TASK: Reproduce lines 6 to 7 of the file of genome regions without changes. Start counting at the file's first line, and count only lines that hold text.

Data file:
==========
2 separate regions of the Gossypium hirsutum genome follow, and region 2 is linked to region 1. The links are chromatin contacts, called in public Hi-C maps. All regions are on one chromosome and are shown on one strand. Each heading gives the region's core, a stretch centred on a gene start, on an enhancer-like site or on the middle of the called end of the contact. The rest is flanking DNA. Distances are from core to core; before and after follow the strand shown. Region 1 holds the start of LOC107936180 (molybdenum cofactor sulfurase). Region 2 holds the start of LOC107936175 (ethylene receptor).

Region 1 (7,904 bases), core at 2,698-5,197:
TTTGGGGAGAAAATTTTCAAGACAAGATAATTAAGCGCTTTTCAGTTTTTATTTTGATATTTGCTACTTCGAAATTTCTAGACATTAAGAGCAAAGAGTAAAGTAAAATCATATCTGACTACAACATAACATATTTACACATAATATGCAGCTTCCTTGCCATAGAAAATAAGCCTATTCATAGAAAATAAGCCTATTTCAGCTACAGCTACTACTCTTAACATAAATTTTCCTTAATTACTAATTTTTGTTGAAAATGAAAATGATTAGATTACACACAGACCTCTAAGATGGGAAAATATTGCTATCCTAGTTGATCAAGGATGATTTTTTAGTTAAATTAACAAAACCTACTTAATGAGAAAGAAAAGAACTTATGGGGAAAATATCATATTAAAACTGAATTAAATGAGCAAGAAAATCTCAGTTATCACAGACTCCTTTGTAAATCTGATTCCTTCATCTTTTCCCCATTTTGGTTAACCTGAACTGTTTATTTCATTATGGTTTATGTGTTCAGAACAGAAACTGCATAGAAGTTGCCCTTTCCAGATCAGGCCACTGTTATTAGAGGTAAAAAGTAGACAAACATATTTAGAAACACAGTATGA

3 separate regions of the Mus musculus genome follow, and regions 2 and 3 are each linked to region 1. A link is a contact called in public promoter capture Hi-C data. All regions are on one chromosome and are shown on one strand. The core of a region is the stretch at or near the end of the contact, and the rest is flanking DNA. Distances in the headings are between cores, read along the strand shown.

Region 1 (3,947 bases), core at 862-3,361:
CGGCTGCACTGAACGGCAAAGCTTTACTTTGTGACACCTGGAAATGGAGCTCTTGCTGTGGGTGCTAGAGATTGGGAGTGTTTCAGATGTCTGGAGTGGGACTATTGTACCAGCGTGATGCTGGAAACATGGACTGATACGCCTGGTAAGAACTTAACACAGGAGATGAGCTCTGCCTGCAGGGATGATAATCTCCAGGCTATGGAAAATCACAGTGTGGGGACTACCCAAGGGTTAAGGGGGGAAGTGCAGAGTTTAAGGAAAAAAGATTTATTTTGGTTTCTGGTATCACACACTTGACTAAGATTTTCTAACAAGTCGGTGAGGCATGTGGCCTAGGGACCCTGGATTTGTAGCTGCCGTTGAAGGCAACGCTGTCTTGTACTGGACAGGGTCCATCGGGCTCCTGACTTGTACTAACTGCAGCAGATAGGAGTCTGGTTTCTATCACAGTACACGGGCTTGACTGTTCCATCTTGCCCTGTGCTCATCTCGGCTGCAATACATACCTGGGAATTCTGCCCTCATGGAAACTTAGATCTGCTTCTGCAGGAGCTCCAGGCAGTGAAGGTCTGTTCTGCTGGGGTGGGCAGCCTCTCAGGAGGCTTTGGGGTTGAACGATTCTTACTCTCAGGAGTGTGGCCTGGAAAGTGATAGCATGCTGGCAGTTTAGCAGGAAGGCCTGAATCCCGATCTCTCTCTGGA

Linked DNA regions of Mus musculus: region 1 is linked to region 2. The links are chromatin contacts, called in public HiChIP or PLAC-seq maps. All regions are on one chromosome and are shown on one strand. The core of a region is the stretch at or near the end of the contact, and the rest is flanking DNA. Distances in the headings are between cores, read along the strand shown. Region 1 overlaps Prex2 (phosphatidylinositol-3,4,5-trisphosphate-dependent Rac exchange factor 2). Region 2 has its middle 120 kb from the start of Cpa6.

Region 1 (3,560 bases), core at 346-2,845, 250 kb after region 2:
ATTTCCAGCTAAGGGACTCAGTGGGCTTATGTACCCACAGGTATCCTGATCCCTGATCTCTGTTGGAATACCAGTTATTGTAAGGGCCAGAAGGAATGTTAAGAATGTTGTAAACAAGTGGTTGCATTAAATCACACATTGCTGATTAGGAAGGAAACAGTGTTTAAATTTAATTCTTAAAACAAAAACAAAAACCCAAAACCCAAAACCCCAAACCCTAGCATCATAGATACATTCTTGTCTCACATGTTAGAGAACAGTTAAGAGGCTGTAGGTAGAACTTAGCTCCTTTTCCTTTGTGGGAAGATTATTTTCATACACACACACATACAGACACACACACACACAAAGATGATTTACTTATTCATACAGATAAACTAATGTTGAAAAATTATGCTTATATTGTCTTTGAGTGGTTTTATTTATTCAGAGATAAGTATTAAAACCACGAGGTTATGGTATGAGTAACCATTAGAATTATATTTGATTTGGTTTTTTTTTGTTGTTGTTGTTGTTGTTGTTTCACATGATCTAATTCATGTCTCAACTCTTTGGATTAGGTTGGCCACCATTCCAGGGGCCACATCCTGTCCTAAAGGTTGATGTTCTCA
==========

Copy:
CGGCTGCACTGAACGGCAAAGCTTTACTTTGTGACACCTGGAAATGGAGCTCTTGCTGTGGGTGCTAGAGATTGGGAGTGTTTCAGATGTCTGGAGTGGGACTATTGTACCAGCGTGATGCTGGAAACATGGACTGATACGCCTGGTAAGAACTTAACACAGGAGATGAGCTCTGCCTGCAGGGATGATAATCTCCAGGCTATGGAAAATCACAGTGTGGGGACTACCCAAGGGTTAAGGGGGGAAGTGCAGAGTTTAAGGAAAAAAGATTTATTTTGGTTTCTGGTATCACACACTTGACTAAGATTTTCTAACAAGTCGGTGAGGCATGTGGCCTAGGGACCCTGGATTTGTAGCTGCCGTTGAAGGCAACGCTGTCTTGTACTGGACAGGGTCCATCGGGCTCCTGACTTGTACTAACTGCAGCAGATAGGAGTCTGGTTTCTATCACAGTACACGGGCTTGACTGTTCCATCTTGCCCTGTGCTCATCTCGGCTGCAATACATACCTGGGAATTCTGCCCTCATGGAAACTTAGATCTGCTTCTGCAGGAGCTCCAGGCAGTGAAGGTCTGTTCTGCTGGGGTGGGCAGCCTCTCAGGAGGCTTTGGGGTTGAACGATTCTTACTCTCAGGAGTGTGGCCTGGAAAGTGATAGCATGCTGGCAGTTTAGCAGGAAGGCCTGAATCCCGATCTCTCTCTGGA

Linked DNA regions of Mus musculus: region 1 is linked to region 2. The links are chromatin contacts, called in public HiChIP or PLAC-seq maps. All regions are on one chromosome and are shown on one strand. The core of a region is the stretch at or near the end of the contact, and the rest is flanking DNA. Distances in the headings are between cores, read along the strand shown. Region 1 overlaps Prex2 (phosphatidylinositol-3,4,5-trisphosphate-dependent Rac exchange factor 2). Region 2 has its middle 120 kb from the start of Cpa6.